Client/server processing is a special type of distributed computing termed co-operative processing because the clients and servers co-operate in the processing of a total application (presentation, functional processing, data management). In the model, clients are processes that request services, and servers are processes that provide services. Clients and servers can be located on the same processor, different multiprocessor nodes, or on separate processors at remote locations. The client typically initiates communications with the server. The server typically does not initiate a request with a client. A server may support many clients and may act as a client to another server. Figure 1 depicts a basic client/server model, which emphasizes the request-reply relationships. Figure 2 shows the same model drawn following The Open Group Technical Reference Model, showing how the various entities and interfaces can be used to support a client/server model, whether the server is local or remote to the client. In these representations, the request-reply relationships would be defined in the API.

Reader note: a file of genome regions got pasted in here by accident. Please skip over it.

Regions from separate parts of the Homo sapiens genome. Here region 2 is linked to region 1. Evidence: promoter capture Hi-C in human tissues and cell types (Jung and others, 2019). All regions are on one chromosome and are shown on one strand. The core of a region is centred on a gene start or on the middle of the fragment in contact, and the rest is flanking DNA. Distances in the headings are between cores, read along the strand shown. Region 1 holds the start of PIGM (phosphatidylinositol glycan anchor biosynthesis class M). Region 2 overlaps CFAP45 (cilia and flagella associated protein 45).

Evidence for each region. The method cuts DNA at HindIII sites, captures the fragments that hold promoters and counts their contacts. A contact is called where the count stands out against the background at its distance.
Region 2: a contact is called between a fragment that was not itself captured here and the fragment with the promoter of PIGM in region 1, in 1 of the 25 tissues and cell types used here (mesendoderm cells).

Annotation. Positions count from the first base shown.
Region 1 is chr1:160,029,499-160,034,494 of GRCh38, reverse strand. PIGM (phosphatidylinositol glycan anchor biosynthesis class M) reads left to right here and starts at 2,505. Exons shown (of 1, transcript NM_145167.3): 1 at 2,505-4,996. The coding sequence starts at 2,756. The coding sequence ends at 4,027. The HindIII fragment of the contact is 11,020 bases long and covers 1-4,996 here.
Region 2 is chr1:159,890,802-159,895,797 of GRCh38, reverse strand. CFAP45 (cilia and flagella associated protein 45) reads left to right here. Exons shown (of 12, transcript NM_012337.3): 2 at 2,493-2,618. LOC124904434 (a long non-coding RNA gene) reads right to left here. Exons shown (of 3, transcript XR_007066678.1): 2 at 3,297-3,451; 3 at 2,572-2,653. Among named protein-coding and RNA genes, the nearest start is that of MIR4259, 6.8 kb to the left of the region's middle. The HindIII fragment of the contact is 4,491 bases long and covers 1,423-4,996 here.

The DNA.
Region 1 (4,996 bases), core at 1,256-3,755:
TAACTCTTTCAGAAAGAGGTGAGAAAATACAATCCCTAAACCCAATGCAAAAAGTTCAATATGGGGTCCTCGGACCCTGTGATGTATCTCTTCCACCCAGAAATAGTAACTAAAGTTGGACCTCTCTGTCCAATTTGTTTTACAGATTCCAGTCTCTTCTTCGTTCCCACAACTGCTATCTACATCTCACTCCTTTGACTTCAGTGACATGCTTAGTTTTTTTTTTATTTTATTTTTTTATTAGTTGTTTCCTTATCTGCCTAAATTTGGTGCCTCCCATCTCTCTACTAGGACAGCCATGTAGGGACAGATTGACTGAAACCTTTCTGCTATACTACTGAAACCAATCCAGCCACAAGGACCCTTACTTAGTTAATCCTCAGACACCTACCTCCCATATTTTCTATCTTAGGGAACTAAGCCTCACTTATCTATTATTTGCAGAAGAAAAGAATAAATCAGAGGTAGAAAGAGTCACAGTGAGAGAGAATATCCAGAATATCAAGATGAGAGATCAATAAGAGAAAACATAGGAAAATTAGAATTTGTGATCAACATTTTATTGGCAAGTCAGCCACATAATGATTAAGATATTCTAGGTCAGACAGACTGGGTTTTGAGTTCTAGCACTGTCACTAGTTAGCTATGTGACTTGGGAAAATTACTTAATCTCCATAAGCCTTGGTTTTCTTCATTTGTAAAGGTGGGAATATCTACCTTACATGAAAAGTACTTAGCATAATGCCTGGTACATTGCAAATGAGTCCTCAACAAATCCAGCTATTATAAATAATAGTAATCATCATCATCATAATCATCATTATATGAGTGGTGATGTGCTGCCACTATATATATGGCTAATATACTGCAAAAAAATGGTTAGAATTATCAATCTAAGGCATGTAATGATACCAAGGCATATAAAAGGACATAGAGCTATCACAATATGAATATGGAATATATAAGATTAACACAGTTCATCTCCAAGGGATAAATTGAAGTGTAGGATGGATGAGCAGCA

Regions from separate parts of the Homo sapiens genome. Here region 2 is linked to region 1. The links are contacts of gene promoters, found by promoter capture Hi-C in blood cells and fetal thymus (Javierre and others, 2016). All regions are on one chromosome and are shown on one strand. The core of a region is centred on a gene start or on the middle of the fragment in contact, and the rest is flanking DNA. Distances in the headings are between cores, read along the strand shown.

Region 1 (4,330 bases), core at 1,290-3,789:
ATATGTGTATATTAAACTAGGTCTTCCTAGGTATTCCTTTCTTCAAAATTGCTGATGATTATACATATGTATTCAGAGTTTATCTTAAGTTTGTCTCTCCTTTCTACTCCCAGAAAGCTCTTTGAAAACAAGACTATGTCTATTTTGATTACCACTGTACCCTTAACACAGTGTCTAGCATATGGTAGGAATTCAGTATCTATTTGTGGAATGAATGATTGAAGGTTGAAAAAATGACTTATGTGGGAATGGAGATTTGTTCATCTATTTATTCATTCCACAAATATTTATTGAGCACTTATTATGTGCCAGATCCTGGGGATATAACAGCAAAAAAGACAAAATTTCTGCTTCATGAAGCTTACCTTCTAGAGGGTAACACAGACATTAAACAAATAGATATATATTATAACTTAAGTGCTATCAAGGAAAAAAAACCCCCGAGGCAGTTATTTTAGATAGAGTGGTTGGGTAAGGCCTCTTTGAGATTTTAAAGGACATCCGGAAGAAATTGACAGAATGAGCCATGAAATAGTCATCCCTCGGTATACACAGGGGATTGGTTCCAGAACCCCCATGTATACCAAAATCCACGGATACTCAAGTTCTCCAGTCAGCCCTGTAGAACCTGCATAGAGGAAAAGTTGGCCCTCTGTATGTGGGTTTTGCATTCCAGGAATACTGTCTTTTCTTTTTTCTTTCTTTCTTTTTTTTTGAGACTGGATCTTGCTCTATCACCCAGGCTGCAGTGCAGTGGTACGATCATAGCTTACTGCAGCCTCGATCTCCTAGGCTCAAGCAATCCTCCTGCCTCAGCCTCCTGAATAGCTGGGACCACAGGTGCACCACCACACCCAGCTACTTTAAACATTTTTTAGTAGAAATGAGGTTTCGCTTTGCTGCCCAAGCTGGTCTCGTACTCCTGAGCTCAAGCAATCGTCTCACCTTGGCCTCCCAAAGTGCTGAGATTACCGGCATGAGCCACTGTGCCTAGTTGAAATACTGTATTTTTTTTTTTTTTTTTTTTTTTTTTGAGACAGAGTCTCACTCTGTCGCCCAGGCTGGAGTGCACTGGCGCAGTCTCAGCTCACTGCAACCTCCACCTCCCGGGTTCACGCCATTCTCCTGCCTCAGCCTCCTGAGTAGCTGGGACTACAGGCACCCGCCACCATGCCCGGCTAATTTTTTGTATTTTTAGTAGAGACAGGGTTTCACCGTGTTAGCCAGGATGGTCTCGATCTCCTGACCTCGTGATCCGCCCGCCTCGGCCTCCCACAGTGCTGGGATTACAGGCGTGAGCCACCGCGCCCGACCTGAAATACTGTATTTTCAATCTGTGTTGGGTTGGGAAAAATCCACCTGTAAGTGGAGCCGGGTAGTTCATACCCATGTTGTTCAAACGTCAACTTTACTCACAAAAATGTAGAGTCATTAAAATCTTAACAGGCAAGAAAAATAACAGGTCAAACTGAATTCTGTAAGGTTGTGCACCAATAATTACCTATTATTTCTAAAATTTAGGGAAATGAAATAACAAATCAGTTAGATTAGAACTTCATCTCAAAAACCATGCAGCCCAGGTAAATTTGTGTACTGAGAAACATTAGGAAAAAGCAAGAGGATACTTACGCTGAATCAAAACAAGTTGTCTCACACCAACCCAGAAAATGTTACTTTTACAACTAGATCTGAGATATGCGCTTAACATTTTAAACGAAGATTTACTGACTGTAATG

Figure 2: Reference Model Representation of Client/Server Model